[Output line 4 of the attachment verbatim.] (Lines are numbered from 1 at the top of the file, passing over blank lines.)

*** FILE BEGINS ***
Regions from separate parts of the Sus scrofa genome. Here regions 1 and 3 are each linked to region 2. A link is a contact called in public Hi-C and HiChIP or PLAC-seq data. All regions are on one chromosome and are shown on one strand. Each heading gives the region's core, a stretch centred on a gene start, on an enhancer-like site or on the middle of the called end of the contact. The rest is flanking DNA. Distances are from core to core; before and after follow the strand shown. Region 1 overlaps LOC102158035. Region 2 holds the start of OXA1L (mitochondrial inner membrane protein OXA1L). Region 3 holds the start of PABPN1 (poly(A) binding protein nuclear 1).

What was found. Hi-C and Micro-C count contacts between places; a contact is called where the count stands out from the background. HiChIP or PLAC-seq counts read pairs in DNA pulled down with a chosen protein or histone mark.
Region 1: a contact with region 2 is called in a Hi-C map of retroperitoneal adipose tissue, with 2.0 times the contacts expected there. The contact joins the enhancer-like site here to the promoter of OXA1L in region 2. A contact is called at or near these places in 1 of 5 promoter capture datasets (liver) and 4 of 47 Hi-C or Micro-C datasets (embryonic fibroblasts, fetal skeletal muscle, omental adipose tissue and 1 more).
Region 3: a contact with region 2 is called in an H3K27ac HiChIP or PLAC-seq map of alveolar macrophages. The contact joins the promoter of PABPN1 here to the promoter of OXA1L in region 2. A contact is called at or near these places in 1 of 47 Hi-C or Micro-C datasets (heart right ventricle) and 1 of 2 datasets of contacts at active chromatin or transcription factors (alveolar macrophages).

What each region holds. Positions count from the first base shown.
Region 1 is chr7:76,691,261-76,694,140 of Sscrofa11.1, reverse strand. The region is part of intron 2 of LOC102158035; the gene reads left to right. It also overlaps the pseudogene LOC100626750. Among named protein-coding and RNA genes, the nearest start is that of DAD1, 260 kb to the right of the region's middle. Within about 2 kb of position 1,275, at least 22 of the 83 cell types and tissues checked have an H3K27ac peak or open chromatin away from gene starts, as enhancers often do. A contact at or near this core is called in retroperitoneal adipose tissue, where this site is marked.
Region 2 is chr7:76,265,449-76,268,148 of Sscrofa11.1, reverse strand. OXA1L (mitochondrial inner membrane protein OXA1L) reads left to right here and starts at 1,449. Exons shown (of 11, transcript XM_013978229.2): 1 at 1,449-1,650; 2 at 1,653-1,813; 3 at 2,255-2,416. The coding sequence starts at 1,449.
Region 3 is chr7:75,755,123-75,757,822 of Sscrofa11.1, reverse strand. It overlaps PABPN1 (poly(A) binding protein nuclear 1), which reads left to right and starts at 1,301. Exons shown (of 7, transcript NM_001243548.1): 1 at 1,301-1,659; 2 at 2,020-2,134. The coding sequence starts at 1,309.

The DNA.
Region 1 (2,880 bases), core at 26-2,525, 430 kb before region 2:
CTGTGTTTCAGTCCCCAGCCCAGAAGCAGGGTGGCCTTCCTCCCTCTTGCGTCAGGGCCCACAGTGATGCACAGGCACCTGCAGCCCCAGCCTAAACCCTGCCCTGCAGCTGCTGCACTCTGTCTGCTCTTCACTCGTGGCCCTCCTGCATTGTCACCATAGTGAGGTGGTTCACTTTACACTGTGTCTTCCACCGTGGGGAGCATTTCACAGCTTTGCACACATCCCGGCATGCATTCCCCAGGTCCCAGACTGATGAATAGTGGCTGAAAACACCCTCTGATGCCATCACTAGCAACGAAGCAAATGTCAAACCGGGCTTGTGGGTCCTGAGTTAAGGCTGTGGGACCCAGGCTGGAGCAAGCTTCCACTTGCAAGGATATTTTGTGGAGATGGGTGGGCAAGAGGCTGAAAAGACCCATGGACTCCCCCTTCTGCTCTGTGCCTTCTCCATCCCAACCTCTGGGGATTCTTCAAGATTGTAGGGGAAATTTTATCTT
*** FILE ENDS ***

Region 3: a contact with region 2 is called in an H3K27ac HiChIP or PLAC-seq map of alveolar macrophages. The contact joins the promoter of PABPN1 here to the promoter of OXA1L in region 2. A contact is called at or near these places in 1 of 47 Hi-C or Micro-C datasets (heart right ventricle) and 1 of 2 datasets of contacts at active chromatin or transcription factors (alveolar macrophages).